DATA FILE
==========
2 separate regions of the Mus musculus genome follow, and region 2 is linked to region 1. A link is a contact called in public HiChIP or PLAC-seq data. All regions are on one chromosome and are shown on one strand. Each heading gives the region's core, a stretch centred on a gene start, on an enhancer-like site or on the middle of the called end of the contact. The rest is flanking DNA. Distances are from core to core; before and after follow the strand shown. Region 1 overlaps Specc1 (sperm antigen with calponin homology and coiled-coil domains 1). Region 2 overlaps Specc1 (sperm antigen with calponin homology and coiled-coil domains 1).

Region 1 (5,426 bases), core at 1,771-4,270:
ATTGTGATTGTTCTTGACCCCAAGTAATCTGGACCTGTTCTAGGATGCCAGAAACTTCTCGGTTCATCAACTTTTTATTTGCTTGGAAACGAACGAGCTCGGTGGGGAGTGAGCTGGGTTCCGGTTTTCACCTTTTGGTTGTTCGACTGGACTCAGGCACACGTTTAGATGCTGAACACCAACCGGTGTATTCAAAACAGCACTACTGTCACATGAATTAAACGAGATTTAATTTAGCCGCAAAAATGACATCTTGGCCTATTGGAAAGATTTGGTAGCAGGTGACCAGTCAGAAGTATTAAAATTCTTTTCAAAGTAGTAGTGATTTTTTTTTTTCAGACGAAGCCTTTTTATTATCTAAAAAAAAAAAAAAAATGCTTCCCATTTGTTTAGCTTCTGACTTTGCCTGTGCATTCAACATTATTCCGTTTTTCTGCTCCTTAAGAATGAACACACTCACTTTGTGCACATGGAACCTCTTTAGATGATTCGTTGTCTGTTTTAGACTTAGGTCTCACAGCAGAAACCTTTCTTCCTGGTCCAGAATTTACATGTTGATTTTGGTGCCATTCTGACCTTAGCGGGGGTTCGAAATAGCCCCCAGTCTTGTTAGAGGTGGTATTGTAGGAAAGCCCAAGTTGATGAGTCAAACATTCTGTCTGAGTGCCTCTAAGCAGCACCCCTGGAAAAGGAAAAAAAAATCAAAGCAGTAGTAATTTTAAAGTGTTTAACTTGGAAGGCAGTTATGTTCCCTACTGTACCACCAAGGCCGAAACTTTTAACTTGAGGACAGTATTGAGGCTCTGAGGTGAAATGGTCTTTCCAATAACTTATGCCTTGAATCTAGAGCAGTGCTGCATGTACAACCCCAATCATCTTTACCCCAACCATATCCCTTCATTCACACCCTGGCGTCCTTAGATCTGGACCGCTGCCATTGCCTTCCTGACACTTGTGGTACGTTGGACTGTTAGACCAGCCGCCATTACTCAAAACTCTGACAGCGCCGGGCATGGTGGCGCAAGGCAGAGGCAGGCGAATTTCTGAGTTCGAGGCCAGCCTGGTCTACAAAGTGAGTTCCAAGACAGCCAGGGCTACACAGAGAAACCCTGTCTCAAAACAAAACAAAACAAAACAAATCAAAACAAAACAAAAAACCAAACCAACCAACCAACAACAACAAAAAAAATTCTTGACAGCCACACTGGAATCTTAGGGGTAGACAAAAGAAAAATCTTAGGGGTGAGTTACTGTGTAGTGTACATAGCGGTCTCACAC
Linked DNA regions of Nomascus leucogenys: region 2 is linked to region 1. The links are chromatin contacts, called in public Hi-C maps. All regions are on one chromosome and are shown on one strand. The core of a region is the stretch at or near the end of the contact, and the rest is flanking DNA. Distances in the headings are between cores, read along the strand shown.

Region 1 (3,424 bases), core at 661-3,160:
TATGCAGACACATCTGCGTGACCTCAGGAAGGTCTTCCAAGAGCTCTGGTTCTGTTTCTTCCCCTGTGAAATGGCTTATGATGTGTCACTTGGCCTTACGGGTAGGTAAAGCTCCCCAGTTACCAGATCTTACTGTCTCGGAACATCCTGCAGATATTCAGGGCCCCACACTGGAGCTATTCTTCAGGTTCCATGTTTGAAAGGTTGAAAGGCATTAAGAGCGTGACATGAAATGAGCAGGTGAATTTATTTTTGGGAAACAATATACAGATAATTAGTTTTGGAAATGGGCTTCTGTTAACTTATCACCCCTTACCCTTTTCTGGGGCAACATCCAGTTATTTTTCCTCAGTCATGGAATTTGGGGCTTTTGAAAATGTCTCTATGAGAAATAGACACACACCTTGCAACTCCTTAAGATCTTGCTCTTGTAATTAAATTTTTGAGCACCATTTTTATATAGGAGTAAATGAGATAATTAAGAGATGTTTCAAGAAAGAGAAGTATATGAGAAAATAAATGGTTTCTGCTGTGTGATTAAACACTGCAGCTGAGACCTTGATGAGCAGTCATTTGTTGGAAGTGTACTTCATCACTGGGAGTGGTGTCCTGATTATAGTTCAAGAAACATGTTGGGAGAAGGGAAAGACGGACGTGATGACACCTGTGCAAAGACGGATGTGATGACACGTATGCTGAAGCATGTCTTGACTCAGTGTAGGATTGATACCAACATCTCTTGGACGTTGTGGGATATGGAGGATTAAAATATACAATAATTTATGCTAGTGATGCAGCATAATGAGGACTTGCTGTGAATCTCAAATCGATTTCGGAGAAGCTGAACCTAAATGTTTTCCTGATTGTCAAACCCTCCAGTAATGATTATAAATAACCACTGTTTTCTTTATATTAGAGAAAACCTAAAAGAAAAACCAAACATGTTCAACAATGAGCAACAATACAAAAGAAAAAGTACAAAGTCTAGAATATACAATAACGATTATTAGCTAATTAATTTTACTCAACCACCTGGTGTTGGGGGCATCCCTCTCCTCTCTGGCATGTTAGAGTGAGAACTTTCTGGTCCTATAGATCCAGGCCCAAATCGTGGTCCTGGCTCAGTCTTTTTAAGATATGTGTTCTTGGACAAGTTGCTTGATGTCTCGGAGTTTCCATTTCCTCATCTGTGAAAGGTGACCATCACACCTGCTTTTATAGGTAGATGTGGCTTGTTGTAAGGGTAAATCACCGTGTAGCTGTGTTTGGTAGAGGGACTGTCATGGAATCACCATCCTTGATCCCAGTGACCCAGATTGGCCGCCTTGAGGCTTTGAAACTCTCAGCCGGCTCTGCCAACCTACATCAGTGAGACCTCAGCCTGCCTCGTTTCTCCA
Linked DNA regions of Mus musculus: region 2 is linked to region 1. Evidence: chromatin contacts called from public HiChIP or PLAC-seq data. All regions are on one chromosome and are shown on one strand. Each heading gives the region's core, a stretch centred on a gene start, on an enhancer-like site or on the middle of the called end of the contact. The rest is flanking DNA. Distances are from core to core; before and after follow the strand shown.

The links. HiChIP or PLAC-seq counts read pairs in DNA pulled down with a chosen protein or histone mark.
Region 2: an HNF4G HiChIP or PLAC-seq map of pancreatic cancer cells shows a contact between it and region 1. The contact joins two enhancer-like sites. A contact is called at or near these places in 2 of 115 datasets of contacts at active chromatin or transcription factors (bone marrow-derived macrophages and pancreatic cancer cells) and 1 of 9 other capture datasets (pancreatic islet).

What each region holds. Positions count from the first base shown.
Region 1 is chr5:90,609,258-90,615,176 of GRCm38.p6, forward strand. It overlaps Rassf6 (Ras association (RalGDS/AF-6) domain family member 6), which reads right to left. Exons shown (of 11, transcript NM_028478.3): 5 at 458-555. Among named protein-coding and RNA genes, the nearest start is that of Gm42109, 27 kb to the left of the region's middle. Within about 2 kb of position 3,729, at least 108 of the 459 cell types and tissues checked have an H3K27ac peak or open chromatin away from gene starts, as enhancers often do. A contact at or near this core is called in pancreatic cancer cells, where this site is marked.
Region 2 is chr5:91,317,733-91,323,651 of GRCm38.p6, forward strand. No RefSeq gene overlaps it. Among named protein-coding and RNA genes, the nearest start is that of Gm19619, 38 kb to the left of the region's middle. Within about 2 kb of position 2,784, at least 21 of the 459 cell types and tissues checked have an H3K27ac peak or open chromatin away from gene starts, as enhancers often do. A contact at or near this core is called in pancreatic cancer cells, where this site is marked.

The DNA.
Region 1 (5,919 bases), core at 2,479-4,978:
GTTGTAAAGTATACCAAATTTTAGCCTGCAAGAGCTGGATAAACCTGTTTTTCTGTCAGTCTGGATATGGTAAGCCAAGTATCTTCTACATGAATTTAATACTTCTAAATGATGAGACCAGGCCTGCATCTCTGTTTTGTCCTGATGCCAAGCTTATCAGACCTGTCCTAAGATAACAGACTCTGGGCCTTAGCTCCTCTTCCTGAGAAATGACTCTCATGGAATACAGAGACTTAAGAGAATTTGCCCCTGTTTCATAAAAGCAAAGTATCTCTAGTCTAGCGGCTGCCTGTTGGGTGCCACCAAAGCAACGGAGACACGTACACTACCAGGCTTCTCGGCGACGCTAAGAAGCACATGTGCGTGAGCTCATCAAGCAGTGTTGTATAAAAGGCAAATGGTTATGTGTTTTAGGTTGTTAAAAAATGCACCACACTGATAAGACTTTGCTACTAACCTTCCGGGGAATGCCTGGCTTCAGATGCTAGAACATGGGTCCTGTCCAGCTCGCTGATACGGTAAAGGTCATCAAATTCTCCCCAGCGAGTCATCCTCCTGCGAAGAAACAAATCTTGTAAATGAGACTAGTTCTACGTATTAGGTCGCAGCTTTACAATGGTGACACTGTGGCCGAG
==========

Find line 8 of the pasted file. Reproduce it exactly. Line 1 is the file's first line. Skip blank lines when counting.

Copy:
The links. HiChIP or PLAC-seq counts read pairs in DNA pulled down with a chosen protein or histone mark.